The industrial engineer is a product of the present time the time of a scientific conducting of business. The industrial engineer's work is that of supervising some industry in such a way as to bring about, by scientific control of production processes, the most economical production possible. He needs technical knowledge in order to be able to do the necessary work for improving the mechanical processes of manufacture; and he needs business knowledge, in order to deal with the large business problems with which he is constantly confronted.

Surveying is a branch of civil engineering, and is frequently used as a stepping stone to that profession. The surveyor makes surveys or takes measurements of farms, roads, rivers, etc., and for railroads, dams and other engineering projects. He must have good mathematical and drafting ability and should like the outdoors. While his education need not be as thorough as that of the engineer, the surveyor who looks ahead to engineering as a profession will do well to get as broad an education as he can. Assisting the surveyor is the rodman, who carries the rod and cooperates directly with the surveyor or instrument man. He, too, can make use of a knowledge of mathematics and drafting. Another member of the surveying party is the chainman, whose work is largely that of an ordinary laborer. He clears the line of sight, carries the chain and does such other work as may be assigned to him.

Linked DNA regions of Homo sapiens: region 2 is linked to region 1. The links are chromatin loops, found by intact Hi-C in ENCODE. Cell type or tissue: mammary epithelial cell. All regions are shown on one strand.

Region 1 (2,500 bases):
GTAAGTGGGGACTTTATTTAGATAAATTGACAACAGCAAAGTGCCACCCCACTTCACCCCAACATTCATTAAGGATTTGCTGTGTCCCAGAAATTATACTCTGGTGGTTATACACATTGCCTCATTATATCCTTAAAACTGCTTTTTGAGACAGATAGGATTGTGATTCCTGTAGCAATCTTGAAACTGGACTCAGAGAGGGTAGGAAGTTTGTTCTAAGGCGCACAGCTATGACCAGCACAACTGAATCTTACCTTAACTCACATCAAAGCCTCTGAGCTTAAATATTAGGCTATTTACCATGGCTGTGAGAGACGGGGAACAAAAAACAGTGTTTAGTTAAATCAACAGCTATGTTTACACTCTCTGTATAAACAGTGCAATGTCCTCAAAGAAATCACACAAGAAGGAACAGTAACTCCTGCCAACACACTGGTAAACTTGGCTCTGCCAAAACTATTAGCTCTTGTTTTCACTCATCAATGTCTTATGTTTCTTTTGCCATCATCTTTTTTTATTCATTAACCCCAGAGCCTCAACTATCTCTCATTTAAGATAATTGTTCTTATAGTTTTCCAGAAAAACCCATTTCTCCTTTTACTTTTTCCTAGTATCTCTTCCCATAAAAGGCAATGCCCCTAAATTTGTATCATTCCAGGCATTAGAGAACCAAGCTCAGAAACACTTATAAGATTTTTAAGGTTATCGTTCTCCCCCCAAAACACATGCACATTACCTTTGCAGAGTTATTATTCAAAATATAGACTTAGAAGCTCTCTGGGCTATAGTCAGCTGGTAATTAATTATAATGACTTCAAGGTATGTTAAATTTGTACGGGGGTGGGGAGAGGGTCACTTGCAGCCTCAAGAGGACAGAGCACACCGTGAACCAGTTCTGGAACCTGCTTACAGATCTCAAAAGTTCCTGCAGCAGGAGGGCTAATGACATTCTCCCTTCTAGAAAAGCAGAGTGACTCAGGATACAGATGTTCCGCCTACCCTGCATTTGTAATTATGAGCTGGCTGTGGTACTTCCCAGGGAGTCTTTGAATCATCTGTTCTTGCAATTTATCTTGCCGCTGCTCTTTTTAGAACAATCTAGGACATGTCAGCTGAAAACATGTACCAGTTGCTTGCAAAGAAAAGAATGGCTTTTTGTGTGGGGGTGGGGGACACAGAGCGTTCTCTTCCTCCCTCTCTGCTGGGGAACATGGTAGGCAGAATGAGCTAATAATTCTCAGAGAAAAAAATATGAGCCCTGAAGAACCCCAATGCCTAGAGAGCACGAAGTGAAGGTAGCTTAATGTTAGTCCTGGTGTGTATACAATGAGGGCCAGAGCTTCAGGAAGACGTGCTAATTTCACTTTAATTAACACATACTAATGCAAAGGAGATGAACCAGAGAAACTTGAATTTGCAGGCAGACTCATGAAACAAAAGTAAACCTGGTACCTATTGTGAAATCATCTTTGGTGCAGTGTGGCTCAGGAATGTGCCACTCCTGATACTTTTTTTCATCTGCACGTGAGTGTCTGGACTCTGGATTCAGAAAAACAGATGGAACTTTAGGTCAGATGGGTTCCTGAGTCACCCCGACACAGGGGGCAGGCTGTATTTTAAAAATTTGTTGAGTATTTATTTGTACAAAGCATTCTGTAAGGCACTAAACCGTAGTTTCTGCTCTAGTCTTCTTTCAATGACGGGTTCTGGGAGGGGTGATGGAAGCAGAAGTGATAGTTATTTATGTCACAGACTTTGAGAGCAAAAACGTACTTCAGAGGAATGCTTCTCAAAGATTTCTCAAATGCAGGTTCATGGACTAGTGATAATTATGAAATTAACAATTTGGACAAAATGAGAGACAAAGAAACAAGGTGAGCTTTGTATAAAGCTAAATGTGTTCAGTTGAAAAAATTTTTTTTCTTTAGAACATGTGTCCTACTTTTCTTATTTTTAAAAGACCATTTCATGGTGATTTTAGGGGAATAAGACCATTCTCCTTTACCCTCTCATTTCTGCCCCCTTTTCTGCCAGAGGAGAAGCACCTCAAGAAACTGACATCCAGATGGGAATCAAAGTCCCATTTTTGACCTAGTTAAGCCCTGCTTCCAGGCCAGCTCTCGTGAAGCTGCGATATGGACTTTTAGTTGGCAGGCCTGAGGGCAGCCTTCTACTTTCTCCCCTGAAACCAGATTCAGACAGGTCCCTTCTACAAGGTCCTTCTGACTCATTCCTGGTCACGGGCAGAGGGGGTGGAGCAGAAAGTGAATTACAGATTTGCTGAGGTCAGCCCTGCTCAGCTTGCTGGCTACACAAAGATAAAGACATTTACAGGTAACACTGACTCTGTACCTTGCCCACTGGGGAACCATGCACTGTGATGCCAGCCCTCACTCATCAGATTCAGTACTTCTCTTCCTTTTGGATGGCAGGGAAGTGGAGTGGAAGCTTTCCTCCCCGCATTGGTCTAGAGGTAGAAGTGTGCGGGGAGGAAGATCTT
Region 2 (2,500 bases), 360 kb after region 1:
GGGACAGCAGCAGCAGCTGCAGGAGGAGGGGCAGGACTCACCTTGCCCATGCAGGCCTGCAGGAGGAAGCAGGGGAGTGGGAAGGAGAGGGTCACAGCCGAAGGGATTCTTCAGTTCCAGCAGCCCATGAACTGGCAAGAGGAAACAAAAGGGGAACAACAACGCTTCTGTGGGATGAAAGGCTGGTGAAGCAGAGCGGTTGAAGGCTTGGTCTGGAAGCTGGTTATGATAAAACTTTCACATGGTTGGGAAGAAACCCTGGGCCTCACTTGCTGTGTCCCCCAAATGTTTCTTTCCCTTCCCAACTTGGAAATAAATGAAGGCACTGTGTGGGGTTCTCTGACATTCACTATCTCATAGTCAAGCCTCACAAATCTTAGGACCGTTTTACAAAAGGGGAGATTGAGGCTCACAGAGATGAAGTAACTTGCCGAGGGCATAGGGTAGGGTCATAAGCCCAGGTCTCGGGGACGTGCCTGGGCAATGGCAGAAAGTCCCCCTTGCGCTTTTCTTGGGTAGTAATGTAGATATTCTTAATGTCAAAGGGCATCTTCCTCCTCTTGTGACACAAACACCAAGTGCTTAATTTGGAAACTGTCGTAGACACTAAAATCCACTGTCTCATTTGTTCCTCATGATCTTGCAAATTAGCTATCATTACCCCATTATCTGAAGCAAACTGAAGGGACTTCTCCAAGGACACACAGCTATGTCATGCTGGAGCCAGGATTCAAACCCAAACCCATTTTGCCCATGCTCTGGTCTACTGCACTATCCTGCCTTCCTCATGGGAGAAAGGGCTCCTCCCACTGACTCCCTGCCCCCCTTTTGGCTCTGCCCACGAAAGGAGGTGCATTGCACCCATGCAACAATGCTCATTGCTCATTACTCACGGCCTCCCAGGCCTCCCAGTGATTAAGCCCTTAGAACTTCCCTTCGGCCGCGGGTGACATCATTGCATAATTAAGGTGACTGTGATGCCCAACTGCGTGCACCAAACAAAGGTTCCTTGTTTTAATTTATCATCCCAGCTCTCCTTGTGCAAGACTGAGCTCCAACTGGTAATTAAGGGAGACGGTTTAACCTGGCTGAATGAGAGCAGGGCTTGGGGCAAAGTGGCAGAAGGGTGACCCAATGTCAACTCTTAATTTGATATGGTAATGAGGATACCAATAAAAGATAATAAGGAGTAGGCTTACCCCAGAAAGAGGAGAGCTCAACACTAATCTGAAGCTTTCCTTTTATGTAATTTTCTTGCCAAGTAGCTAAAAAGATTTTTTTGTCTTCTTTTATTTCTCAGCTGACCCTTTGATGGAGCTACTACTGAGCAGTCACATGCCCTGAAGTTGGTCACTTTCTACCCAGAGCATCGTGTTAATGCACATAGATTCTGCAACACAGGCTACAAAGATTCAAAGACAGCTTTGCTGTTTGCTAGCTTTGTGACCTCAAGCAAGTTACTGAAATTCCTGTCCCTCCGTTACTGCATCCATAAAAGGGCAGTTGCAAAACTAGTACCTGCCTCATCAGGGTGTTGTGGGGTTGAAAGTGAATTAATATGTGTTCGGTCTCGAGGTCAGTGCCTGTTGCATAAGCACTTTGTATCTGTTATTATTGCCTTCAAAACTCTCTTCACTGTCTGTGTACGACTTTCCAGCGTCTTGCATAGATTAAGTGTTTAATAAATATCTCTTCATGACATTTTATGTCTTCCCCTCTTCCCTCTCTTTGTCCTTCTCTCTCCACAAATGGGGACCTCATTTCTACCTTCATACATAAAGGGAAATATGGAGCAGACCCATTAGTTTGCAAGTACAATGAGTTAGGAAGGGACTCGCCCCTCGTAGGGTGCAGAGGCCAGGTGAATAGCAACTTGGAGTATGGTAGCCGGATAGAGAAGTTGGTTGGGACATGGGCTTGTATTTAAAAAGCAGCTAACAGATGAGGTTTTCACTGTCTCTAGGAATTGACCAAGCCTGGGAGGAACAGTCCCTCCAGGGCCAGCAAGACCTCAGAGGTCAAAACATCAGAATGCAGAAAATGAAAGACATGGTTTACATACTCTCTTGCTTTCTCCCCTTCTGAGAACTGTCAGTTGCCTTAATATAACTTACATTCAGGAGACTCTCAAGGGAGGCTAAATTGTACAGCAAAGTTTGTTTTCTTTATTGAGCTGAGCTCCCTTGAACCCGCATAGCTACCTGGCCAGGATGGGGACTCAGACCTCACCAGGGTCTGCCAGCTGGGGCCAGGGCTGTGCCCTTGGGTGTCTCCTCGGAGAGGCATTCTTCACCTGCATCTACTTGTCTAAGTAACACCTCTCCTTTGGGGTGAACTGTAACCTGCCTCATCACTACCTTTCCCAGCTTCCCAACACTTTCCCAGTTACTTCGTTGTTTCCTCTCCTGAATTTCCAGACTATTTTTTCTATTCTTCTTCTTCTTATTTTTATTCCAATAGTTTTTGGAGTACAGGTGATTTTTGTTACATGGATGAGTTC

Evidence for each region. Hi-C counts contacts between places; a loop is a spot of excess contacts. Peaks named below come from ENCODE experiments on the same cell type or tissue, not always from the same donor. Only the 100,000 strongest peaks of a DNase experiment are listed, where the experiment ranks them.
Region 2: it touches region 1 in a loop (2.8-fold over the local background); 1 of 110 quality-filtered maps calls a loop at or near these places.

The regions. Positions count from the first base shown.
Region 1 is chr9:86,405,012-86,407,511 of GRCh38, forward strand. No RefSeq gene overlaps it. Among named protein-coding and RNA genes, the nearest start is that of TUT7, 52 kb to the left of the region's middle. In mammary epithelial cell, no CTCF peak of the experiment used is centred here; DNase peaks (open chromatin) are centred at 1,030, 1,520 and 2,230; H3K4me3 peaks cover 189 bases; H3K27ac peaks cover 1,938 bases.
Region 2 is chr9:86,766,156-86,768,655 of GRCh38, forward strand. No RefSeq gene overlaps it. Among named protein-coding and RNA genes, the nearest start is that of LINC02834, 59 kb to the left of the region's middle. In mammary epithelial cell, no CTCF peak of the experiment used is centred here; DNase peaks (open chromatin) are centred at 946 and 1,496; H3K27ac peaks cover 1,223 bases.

Many boys think that, if they like to play with machinery, they have the necessary qualifications of an engineer. But there are a great many qualifications much more necessary than this. The first thing the engineer should have is imagination. Without imagination, there could be no invention. The engineer must be able to visualize a thing before it exists. He must be able to see, with his mind's eye, each completed stage of whatever he is designing or constructing, long before that stage has been reached. The engineer has need also of a capacity for sound judgment, for in work such as he does, which affects so many people, and costs so much in money and in effort, poor judgment may result in great loss, and perhaps in disaster. He must be able to think with scientific precision, basing his conclusions upon definite information. There is no room in engineering for vague generalities or guesswork.